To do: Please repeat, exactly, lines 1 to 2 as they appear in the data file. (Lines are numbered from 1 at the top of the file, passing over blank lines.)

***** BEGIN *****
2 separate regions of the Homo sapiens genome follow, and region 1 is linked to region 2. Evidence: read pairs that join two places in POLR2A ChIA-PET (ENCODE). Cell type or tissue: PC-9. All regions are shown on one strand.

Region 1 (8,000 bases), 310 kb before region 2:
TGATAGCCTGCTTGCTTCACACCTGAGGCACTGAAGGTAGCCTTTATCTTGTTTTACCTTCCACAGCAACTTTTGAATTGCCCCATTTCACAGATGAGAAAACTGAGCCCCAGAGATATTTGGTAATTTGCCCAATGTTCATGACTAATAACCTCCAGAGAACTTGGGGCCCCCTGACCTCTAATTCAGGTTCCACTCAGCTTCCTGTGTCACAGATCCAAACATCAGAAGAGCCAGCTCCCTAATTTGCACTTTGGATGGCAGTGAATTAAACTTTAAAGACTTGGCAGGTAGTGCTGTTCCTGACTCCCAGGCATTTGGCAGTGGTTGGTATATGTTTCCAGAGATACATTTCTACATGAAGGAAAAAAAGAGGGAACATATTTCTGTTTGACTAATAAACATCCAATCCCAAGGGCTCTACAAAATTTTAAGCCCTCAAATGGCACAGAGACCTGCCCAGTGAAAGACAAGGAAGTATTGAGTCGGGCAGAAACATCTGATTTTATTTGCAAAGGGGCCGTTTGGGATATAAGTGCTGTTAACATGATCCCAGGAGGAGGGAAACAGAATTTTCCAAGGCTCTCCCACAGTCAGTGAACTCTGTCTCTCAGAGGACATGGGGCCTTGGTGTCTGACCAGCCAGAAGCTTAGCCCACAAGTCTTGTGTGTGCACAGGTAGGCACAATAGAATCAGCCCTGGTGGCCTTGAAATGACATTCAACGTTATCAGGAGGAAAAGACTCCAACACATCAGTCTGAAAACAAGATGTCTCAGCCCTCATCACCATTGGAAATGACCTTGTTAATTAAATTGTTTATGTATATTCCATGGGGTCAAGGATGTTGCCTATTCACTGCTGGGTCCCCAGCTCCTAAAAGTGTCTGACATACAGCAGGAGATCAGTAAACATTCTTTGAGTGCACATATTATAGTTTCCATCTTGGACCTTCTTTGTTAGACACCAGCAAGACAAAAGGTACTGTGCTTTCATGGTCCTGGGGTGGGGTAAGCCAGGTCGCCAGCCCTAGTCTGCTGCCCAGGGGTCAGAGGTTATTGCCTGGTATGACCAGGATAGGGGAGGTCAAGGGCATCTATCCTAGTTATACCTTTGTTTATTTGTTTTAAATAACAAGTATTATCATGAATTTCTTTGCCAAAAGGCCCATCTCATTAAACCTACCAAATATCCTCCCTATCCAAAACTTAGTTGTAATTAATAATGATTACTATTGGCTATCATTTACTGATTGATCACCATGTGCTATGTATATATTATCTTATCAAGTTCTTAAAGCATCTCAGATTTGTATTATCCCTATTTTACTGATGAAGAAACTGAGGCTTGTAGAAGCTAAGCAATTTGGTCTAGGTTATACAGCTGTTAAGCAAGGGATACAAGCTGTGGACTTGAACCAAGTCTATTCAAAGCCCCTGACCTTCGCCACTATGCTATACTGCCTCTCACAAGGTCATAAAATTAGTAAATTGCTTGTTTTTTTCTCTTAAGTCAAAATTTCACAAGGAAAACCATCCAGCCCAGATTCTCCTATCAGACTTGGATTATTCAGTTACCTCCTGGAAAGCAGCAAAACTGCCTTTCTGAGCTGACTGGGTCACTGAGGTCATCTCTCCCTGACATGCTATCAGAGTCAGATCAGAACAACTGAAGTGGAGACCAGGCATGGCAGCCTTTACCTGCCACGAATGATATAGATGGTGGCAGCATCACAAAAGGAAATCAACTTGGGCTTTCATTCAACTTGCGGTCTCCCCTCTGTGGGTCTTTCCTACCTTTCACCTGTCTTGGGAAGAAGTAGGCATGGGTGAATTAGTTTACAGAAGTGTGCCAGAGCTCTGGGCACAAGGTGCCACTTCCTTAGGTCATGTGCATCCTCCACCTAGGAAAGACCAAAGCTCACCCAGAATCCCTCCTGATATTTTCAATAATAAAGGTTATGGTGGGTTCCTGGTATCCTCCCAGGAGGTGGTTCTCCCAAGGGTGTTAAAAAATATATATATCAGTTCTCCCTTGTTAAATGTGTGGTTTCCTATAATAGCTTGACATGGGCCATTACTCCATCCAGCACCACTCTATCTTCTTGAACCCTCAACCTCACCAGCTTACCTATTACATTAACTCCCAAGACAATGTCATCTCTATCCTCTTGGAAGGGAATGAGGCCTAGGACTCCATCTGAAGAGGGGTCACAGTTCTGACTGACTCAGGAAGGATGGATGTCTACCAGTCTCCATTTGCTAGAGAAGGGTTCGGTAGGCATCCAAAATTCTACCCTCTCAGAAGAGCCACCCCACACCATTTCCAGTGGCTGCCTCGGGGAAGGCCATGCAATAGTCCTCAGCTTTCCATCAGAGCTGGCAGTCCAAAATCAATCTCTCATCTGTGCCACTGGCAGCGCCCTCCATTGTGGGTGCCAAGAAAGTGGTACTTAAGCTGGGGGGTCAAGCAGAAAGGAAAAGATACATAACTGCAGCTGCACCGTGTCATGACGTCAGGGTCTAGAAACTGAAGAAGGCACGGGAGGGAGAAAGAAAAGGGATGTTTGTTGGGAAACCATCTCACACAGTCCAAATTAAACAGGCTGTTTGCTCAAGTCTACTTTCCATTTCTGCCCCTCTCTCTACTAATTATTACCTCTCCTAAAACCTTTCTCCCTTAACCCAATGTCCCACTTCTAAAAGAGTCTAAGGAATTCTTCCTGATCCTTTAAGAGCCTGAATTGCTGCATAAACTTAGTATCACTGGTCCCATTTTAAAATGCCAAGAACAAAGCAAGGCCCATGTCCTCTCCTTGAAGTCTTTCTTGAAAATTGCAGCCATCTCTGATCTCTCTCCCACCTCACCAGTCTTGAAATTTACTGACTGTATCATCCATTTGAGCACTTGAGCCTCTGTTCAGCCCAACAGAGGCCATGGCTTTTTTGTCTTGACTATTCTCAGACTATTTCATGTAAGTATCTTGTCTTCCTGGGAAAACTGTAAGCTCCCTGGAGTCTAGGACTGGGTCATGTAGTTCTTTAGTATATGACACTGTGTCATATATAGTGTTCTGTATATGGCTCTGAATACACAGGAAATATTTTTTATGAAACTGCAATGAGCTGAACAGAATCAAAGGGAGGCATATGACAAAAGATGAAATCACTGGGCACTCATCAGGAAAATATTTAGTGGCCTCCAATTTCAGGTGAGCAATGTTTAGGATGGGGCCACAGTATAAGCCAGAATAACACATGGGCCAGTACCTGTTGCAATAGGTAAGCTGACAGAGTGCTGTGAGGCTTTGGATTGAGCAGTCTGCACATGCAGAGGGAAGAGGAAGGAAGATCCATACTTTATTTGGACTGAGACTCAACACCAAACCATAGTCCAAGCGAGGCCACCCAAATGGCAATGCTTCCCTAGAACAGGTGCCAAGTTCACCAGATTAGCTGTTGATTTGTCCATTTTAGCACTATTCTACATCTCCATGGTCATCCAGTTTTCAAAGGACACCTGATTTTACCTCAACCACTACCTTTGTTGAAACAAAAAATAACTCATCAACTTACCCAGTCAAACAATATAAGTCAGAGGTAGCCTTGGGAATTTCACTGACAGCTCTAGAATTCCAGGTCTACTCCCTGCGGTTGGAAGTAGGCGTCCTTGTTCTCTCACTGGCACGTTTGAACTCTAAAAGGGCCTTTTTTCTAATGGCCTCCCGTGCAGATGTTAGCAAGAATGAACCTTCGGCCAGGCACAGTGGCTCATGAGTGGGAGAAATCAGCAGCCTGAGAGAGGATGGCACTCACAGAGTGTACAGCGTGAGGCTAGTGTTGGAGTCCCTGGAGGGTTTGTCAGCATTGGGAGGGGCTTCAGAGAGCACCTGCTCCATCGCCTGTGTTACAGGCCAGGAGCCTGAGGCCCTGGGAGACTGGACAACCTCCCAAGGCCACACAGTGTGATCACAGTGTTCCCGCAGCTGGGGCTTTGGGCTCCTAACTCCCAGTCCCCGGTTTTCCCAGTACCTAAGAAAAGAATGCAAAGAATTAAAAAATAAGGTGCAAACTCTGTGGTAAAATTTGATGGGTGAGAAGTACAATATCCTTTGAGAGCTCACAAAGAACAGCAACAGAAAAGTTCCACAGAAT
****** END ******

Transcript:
2 separate regions of the Homo sapiens genome follow, and region 1 is linked to region 2. Evidence: read pairs that join two places in POLR2A ChIA-PET (ENCODE). Cell type or tissue: PC-9. All regions are shown on one strand.

Region 1 (8,000 bases), 310 kb before region 2: